The ability to transfer funds electronically is an innovation that has made commerce more efficient, improved the security of transactions and given consumers more options and flexibility. Merchants use this technology to promote sales, employers use it to manage pay and benefits, and millions of people every day use it to make retail purchases.
You would think that such a beneficial service would be universally appreciated for the boon it is. Or at least you would if you were unacquainted with the twin plagues of the regulatory state and class-action lawsuits.
Of all the mischief imbedded in the Dodd-Frank Act's hyper-regulatory scheme, the war against fees associated with electronic fund transfers is second only to the Consumer Financial Protection Bureau for both a disconnection from economic reality and an irrational prejudice against businesses being operated for the purpose of making a profit.
To make matters worse, plaintiffs' class-action trial lawyers seem determined to capture whatever money might be left over after the government has squeezed the industry as much as it can.
Class actions filed recently in federal courts across the country seek statutory damages and attorneys fees, the Holy Grail of the class-action bar, for alleged violations of the fee-notice provisions of the Electronic Funds Transfer Act. The essence of these lawsuits is that the named plaintiff has executed a fee-generating transaction at an ATM that does not have affixed to it the prescribed notice that a fee may be charged.
The typical scenario is one where the plaintiff has used his debit card issued by First Bank to withdraw cash from an ATM operated by Second Bank. His account is debited for the amount of the cash withdrawal together with a fee, typically of $3 to $5. Because the EFTA and its implementing regulation, Reg E, require that a physical notice be affixed on the ATM or in close proximity to it, the plaintiff brings a lawsuit to collect the statutory damages associated with this violation together with injunctive relief — a court order requiring the operator to replace the missing fee-notice decal — and attorneys fees.
There is, however, a fundamental flaw with this scheme: If the ATM is otherwise functioning as it is programmed to, before the plaintiff could complete his transaction, a notice appeared on the ATM screen advising him that what he was about to do would generate a fee and telling him that he could not proceed with the transaction without first affirmatively agreeing to pay it.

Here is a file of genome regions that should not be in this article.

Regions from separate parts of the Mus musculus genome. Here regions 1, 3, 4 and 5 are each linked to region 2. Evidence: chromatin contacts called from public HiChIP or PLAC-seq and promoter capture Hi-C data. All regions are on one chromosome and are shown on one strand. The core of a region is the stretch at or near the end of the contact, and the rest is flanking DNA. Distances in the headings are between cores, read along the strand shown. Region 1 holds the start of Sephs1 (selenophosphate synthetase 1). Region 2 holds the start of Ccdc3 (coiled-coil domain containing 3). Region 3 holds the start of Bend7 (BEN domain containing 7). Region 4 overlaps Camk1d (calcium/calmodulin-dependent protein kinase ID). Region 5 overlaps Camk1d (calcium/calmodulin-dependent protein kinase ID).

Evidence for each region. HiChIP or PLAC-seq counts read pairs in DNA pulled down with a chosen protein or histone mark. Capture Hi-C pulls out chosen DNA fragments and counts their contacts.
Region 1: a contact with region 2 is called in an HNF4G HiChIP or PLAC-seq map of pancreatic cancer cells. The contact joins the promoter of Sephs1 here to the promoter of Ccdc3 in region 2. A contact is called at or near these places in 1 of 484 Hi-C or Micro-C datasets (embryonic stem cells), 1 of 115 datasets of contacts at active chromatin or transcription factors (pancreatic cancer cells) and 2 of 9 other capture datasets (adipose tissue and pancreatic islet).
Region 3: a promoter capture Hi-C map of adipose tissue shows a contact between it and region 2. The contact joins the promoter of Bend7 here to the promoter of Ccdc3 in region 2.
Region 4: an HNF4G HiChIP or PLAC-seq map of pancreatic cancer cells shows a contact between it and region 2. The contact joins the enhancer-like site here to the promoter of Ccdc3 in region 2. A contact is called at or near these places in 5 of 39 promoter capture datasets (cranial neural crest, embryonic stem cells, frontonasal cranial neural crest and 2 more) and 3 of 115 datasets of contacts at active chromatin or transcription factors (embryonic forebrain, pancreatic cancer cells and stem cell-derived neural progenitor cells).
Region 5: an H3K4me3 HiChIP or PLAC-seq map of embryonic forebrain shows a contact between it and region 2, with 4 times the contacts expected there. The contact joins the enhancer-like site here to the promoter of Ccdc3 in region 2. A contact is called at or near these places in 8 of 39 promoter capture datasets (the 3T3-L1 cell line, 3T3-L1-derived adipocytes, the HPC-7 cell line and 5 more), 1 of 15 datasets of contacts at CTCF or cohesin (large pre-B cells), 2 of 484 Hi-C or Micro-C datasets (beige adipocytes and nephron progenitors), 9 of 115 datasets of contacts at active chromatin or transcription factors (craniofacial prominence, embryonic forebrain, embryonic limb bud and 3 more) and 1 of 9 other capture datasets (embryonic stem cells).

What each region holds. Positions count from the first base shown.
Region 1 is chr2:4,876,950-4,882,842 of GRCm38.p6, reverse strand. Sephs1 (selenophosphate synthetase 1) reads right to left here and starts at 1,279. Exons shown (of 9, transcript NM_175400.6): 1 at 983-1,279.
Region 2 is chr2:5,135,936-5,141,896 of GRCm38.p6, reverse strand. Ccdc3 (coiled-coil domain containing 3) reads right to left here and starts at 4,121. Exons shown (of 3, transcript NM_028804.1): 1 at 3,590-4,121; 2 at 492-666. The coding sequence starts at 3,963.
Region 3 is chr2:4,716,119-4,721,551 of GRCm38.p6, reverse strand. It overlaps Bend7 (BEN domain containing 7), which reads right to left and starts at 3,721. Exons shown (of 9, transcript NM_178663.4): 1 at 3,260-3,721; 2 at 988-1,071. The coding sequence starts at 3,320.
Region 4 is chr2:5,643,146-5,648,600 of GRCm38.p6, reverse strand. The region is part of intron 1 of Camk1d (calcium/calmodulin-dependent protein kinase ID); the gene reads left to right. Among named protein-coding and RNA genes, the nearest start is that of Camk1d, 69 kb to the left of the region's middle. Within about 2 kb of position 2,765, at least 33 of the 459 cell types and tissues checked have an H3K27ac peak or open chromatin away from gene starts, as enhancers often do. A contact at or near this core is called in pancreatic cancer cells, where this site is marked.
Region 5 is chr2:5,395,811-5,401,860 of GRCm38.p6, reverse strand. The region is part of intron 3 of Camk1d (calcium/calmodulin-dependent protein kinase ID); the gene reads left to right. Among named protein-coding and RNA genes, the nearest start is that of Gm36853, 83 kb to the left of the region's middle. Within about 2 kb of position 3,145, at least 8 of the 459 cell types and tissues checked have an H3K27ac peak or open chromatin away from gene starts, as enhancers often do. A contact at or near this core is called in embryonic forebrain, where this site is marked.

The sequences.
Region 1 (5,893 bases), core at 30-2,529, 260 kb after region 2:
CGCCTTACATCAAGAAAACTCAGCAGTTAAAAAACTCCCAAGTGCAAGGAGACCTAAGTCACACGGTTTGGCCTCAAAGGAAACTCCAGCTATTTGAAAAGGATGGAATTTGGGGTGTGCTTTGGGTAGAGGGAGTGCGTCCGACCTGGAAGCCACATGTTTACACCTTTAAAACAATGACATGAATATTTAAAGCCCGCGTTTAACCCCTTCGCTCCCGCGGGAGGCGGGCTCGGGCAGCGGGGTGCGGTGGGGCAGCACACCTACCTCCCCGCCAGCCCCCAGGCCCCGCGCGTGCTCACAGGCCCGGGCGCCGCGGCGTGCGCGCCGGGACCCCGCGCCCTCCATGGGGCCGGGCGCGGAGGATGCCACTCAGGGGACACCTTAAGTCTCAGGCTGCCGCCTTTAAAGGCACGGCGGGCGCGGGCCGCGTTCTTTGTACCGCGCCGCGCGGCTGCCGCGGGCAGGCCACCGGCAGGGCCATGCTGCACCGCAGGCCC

Why is this significant? Because the framers of our Constitution restricted the jurisdiction of the federal courts to "cases" and "controversies," a limitation that the U.S. Supreme Court has construed to require that a plaintiff must have actually suffered some injury which the courts can redress. This is a concept the courts refer to as "standing." It would be unthinkable that a person could walk down Main Street, see an ATM that for whatever reason was devoid of a fee-notice decal and then head straight to the nearest federal court to collect his statutory damages against the operator of the ATM.
Likewise, a bank customer who executed a non-fee-generating transaction at his own bank's ATM would have no standing to bring a lawsuit against his bank for statutory damages if the fee-notice decal was missing from the machine. A prospective class-action plaintiff who terminated his potentially fee-generating cash withdrawal when the on-screen notice appeared would suffer a similar fate. A plaintiff who is charged a fee that he agrees in advance to pay is no different.
It is inconceivable that the Federal Reserve intended to create such a windfall lawsuit for the hunters of missing fee decals.
Are financial consumers better protected if an ATM operator has to pony up $1,000 per transaction to someone who paid a fee they contractually agreed to pay?
Although the number and frequency of these lawsuits are increasing, this defense has not yet been seized upon by ATM operators, and there is no guarantee that when they do the federal courts will be receptive. Even if the trial courts find the standing argument persuasive, the issue will not die unless the appellate courts uniformly agree. For these reasons a legislative and regulatory fix is required for this problem. The financial services industry's trade associations should put this much-needed reform high on their legislative agendas.
Let's get the EFTA and Reg E properly clarified. Eliminate any ambiguity that allows these lawsuits to waste judicial resources and further drive up the expenses of electronic commerce.
Joseph Woodruff is a partner at Waller Lansden Dortch & Davis LLP and heads the firm's financial services litigation group.